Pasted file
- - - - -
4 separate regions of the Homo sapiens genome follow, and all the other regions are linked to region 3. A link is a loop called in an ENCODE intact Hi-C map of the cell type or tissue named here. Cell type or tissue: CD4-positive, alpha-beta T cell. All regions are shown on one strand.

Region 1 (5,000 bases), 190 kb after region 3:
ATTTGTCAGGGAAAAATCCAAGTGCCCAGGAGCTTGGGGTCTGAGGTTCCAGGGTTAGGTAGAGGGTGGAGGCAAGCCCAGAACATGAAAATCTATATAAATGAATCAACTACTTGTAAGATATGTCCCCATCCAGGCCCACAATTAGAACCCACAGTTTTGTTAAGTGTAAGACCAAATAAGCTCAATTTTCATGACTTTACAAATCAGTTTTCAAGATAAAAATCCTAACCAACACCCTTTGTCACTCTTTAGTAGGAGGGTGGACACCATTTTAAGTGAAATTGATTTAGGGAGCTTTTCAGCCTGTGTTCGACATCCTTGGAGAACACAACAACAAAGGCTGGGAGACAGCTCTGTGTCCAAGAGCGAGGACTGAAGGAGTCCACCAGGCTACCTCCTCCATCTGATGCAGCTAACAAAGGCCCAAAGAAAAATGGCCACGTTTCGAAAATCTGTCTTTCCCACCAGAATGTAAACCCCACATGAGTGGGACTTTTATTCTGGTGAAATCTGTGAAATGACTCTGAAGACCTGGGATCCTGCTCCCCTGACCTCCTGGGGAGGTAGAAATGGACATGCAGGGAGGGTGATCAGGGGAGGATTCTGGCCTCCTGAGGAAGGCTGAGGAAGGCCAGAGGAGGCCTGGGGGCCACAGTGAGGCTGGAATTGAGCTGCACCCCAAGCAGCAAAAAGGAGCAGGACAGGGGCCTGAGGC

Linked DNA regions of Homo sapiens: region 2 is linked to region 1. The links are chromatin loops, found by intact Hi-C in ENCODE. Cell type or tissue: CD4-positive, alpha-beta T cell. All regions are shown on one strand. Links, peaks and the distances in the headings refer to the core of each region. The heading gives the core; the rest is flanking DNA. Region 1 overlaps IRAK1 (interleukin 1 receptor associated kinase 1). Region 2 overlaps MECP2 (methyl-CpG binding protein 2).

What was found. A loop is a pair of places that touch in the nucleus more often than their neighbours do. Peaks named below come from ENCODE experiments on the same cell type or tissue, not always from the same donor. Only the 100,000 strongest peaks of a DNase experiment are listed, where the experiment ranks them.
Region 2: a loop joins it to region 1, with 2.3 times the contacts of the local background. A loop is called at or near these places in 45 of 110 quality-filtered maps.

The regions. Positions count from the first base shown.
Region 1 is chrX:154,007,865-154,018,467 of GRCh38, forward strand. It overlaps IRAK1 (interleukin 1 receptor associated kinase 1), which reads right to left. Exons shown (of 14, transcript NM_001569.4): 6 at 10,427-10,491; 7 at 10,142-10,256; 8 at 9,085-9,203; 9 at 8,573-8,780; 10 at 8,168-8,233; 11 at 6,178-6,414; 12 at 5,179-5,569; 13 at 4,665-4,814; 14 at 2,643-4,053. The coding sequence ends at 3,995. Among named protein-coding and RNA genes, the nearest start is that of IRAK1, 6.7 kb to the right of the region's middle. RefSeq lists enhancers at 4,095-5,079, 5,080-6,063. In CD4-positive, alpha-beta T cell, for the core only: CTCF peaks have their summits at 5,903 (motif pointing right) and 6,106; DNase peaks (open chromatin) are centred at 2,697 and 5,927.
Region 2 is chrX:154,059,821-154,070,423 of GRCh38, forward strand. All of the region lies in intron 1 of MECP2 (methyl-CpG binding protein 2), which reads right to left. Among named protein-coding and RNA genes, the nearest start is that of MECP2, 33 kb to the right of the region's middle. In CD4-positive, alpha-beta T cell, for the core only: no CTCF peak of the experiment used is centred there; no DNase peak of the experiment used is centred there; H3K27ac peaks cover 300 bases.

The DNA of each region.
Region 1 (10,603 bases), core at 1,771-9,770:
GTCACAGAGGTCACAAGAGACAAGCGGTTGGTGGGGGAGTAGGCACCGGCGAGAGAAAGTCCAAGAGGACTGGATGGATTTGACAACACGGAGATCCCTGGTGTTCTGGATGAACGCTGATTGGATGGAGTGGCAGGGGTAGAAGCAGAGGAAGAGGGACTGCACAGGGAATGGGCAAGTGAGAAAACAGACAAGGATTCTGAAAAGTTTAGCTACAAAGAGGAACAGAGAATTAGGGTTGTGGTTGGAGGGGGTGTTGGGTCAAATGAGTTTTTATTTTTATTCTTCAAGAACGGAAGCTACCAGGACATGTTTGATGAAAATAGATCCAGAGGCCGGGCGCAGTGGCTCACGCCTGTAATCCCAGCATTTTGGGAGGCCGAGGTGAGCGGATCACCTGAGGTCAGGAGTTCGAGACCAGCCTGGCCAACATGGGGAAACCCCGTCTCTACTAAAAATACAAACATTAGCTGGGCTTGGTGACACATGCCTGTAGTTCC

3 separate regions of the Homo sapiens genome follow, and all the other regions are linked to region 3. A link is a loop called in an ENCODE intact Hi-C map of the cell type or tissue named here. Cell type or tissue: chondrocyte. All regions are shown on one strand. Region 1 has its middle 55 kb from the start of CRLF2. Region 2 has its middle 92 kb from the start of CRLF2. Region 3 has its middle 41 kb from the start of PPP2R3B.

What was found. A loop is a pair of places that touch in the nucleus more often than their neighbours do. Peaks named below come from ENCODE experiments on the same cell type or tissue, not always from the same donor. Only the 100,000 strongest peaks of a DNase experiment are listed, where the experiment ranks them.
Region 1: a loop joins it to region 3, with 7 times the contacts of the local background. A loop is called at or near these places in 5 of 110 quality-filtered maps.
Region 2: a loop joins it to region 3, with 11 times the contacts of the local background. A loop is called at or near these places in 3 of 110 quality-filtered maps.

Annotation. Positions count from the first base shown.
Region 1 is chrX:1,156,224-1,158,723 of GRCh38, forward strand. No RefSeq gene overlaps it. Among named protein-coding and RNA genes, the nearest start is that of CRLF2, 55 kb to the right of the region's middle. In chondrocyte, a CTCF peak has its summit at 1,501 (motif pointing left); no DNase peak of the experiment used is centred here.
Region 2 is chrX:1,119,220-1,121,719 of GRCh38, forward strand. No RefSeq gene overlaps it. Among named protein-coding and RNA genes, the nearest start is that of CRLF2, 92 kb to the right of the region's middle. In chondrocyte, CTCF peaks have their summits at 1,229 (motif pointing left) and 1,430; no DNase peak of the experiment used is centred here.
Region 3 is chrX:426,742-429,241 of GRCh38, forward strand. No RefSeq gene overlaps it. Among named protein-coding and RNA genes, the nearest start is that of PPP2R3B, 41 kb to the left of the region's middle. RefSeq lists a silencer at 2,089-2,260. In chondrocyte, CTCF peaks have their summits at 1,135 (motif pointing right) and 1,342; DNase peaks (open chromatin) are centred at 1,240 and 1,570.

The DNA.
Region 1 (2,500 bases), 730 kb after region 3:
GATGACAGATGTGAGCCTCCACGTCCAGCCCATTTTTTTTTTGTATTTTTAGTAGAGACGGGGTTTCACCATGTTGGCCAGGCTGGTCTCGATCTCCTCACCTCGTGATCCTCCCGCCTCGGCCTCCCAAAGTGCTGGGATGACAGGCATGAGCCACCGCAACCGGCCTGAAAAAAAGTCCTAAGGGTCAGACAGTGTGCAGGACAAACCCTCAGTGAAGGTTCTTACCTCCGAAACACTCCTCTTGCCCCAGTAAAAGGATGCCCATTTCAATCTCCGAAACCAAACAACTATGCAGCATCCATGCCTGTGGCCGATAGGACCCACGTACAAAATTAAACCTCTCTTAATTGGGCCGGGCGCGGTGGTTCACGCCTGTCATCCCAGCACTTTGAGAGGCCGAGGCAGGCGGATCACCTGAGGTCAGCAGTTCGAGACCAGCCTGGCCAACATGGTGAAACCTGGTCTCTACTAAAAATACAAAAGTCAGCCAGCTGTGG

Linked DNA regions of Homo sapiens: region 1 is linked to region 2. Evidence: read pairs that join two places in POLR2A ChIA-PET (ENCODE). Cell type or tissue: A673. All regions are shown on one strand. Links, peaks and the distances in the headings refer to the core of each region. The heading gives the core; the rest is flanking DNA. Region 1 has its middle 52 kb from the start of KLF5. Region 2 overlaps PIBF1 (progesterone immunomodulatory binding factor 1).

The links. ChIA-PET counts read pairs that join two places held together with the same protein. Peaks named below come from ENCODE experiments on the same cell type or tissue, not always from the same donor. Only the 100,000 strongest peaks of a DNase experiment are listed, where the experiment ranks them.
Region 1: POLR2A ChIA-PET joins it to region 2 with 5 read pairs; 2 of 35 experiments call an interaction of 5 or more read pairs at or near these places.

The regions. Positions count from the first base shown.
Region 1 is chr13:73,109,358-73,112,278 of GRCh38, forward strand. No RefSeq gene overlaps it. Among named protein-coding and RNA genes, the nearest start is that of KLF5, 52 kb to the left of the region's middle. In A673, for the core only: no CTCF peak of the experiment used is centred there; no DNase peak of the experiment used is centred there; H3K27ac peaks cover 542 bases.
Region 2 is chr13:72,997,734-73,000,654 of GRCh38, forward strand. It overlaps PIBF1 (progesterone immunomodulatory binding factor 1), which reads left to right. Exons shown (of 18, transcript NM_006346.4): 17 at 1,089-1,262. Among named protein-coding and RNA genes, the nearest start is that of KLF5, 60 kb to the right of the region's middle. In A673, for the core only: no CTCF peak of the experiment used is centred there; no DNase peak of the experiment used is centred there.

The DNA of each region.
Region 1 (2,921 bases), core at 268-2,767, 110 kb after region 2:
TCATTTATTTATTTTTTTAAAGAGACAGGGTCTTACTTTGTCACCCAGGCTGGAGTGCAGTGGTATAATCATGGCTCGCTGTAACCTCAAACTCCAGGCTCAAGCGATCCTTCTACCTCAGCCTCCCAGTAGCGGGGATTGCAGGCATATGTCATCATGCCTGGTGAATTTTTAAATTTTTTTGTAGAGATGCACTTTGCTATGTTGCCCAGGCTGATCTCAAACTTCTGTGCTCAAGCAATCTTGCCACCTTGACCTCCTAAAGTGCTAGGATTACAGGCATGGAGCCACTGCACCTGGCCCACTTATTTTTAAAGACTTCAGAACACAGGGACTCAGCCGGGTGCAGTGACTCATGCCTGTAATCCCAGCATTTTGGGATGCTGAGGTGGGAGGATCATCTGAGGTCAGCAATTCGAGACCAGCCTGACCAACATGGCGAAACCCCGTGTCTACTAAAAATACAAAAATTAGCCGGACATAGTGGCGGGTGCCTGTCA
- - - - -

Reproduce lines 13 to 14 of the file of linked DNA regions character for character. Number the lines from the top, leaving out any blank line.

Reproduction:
3 separate regions of the Homo sapiens genome follow, and all the other regions are linked to region 3. A link is a loop called in an ENCODE intact Hi-C map of the cell type or tissue named here. Cell type or tissue: chondrocyte. All regions are shown on one strand. Region 1 has its middle 55 kb from the start of CRLF2. Region 2 has its middle 92 kb from the start of CRLF2. Region 3 has its middle 41 kb from the start of PPP2R3B.

What was found. A loop is a pair of places that touch in the nucleus more often than their neighbours do. Peaks named below come from ENCODE experiments on the same cell type or tissue, not always from the same donor. Only the 100,000 strongest peaks of a DNase experiment are listed, where the experiment ranks them.